The Framing Effect and How It Influences the Way You Make Decisions
The framing effect is a cognitive bias in which the brain makes decisions about information depending on the way it’s presented. In other words, the same information, presented in a different way, can lead to different conclusions. ‘Framing’ concerns the way the information is presented.
In advertising and marketing, framing has a functional effect. It motivates people to make unconscious choices, depending on how they formulate the alternatives of gain or loss.
In this article, you’ll learn about this psychological phenomenon and how it can be overcome.
Study on the framing effect
A good way to explain the framing effect is through research conducted by psychologists Daniel Kahneman and Amos Tversky from Stanford University.
In their study, the researchers asked participants what solution they’d choose to save the majority of 600 people affected by a hypothetical disease. They presented them with the following options:
- Option A. Save 200 lives.
- Option B. An alternative solution in which the probability of saving all 600 people was 33 percent, while there was a 66 percent chance of saving no one.
Given these alternatives, 72 percent of the participants chose option A, since the second seemed too risky.
Subsequently, the psychologists presented the same information, but formulated it differently :
- Option A. 400 people die
- Option B. There’s a 33 percent chance that no one will die and a 66 percent chance that everyone will die.
With this new formulation, 78 percent of the participants chose option B. On analyzing both formulations, we can see that only the language has changed, but the message remains the same. Thus, the researchers influenced the participants to choose a new option.
Causes of the framing effect
Cognitive biases are evolutionary strategies that your brain uses to speed up the information that reaches you and optimize its subsequent processing through heuristic rules (ways of looking for solutions to problems).
Although you’re not always right, making quick decisions improves your processing capacity. It must be said that it’d be impossible to give a correct answer to the thousands of decisions that you have to make on a daily basis.
The framing effect in marketing and advertising
Once this cognitive bias was verified, the world of sales was quick to take advantage of it. In fact, most marketing and advertising strategies use the framing effect to elicit the desired response from the customer.
As consumers and users, we must be aware of the existence of this bias and be cautious against commercial tricks that try to trap us using this effect and others like it.
How does the framing effect influence your decisions?
The key to this bias lies in the framework with which information is presented to you. There are three types of framing effects.
This consists of highlighting a positive characteristic against a negative one to affect your perception.
For example, if you were given these two options, which would you choose? A brand of milk that’s 99 percent fat-free or one that’s only one percent fat?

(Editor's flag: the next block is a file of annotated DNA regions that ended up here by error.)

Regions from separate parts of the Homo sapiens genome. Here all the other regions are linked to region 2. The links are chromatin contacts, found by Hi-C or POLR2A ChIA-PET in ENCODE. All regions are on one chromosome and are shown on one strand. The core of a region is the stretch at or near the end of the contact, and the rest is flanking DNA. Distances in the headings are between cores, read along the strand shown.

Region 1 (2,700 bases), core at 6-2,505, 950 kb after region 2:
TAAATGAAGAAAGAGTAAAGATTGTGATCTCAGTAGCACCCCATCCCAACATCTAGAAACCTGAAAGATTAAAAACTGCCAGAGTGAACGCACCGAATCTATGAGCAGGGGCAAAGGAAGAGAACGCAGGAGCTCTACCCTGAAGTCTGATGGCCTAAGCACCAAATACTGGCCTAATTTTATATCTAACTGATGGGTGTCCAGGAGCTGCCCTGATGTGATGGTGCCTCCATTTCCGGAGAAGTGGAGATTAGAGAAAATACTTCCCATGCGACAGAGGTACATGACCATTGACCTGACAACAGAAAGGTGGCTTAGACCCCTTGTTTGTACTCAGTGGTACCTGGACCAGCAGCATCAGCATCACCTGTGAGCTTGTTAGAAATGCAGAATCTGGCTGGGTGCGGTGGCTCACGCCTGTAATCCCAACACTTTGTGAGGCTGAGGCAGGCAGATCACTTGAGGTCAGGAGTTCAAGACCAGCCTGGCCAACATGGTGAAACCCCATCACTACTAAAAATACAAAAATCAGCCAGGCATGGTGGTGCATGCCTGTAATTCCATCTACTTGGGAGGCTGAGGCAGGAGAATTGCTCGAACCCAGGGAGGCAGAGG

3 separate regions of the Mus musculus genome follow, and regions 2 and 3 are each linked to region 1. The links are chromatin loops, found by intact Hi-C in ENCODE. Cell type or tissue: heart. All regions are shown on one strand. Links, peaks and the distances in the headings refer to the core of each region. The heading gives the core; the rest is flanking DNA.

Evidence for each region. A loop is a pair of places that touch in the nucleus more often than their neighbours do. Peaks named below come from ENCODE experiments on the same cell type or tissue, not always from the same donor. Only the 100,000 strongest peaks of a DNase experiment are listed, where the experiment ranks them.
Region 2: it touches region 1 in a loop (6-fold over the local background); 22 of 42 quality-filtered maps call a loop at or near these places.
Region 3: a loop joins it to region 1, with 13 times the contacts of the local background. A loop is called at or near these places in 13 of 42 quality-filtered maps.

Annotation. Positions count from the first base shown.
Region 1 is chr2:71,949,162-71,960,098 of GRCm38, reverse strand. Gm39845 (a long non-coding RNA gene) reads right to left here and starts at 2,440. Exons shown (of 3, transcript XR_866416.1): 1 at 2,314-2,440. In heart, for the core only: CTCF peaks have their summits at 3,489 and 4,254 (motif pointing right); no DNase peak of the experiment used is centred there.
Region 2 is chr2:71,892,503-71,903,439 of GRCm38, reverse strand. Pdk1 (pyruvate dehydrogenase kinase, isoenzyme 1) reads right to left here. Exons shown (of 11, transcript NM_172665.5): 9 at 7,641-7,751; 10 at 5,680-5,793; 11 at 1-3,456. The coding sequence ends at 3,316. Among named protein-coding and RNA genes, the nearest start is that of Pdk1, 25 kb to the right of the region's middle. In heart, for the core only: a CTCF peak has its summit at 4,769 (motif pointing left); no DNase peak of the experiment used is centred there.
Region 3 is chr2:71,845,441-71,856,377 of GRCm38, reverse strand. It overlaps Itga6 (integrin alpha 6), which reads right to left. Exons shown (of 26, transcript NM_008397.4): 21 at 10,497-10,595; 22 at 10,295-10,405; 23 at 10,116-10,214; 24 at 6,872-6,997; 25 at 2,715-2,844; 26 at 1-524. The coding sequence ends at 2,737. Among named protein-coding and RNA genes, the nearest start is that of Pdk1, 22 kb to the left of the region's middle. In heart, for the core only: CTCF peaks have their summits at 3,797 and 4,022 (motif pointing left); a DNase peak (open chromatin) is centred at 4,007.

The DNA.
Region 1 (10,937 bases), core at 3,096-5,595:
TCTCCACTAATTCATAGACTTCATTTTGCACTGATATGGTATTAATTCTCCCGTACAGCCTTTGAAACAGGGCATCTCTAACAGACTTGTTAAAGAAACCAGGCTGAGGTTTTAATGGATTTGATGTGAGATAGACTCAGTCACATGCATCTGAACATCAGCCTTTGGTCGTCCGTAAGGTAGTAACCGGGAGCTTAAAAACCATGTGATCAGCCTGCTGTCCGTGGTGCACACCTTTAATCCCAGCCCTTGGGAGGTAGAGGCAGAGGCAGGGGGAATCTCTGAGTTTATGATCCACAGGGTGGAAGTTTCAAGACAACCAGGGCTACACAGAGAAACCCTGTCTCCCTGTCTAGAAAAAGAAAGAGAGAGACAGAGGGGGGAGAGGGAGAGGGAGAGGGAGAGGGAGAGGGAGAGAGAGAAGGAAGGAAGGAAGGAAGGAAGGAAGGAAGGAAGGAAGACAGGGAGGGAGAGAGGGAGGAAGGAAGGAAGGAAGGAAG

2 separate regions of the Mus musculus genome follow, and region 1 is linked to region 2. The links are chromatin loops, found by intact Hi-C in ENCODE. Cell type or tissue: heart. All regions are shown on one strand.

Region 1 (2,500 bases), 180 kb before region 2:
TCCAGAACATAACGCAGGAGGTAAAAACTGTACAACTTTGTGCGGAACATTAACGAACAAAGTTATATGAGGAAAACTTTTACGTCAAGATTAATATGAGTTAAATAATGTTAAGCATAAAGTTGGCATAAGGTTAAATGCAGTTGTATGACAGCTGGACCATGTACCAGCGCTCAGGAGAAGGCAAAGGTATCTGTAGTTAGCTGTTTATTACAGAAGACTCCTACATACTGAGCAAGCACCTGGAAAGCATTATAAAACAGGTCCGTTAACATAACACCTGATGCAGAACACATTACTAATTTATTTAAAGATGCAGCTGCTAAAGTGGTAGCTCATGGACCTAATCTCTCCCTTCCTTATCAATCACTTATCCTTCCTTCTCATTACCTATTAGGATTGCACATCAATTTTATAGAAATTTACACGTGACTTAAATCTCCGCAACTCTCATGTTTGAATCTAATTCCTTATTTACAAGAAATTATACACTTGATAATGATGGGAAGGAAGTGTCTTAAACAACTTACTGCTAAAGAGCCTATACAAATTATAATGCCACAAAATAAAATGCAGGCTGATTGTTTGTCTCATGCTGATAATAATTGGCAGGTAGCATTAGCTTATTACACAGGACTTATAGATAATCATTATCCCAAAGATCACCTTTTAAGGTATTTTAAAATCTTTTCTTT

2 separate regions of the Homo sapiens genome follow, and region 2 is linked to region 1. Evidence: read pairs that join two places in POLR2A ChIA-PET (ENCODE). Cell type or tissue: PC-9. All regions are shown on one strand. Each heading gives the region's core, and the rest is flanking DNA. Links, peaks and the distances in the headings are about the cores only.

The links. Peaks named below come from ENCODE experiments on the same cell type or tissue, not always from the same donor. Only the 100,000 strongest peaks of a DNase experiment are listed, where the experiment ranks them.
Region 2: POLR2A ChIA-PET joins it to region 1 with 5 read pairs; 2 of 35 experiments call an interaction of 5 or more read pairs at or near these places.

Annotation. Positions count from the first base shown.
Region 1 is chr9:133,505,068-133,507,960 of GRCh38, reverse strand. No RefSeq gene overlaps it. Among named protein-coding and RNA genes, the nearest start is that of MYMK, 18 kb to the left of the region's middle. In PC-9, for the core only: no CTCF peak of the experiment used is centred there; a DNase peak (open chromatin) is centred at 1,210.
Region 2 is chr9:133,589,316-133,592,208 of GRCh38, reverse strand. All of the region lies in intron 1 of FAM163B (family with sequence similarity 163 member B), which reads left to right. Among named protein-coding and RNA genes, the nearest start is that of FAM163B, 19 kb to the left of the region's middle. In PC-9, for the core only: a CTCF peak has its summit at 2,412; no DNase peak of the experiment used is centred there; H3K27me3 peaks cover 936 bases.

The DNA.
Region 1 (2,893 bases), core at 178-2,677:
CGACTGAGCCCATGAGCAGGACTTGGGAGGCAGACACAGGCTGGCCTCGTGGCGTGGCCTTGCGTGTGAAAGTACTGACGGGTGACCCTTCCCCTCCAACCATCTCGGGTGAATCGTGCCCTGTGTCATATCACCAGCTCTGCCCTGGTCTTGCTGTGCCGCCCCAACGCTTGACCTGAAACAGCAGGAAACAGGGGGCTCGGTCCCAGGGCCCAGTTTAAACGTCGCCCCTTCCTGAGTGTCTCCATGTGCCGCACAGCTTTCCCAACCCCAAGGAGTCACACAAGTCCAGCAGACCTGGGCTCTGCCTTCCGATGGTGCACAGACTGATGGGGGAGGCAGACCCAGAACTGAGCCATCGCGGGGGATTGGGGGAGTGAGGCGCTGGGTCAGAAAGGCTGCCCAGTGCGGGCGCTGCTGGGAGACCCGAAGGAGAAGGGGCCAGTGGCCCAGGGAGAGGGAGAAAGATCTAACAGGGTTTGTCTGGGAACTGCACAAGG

Risky choice framing
This method highlights profit versus loss, thus making a product or investment look better. In other words, it emphasizes what can be gained and not the possibility of losing.
For instance, “a 60 percent win” sounds better than a “40 percent loss”.
Goal framing framework
This framework uses the loss aversion bias to elicit the desired response. The most classic example is “Don’t miss this never to be repeated offer”.
When your options are presented in terms of what you stand to lose if you don’t buy or invest, it’s easier for you to make a hasty decision.
How to avoid it?
Here are some tips to help you make better decisions and avoid falling into advertising traps.
1. Reframe the problem
To overcome the framing effect bias, sometimes the situation simply needs reframing. This means seeing it from both points of view, taking into account the negative and positive sides. Hence, you can make a more rational decision.
2. Assume a psychological distance
Becoming a kind of outside observer allows you to take a more impartial stance. Indeed, by putting your emotions aside, you can better assess the situation from a more rational point of view.
3. Activate your thinking
The framing effect is due, in large part, to mental laziness or cognitive greed. In most cases, you don’t want to bother and invest time and effort in analyzing all the factors, so you prefer to make decisions quickly.
As we said earlier, the framing effect isn’t always negative. In fact, in some cases it can make you more efficient and obtain more results with less effort. However, this isn’t always the case. When you have to make important decisions, you need to deactivate your automatic thinking mechanism and thoroughly check the situation. That means asking yourself questions, seeking more information, and taking more time to reflect on your response.It might interest you...
All cited sources were thoroughly reviewed by our team to ensure their quality, reliability, currency, and validity. The bibliography of this article was considered reliable and of academic or scientific accuracy.
- Kahneman D, Tversky A. Prospect theory: An analysis of decision under risk. Econometrica [Internet]. 1979; 47: 263-291. Disponible en: https://doi.org/10.1017/CBO9780511609220.014
- Cortada Nuria. LOS SESGOS COGNITIVOS EN LA TOMA DE DECISIONES. International Journal of Psychological Research [Internet]. 2008; 1(1): 68-73. Disponible en: https://www.redalyc.org/pdf/2990/299023503010.pdf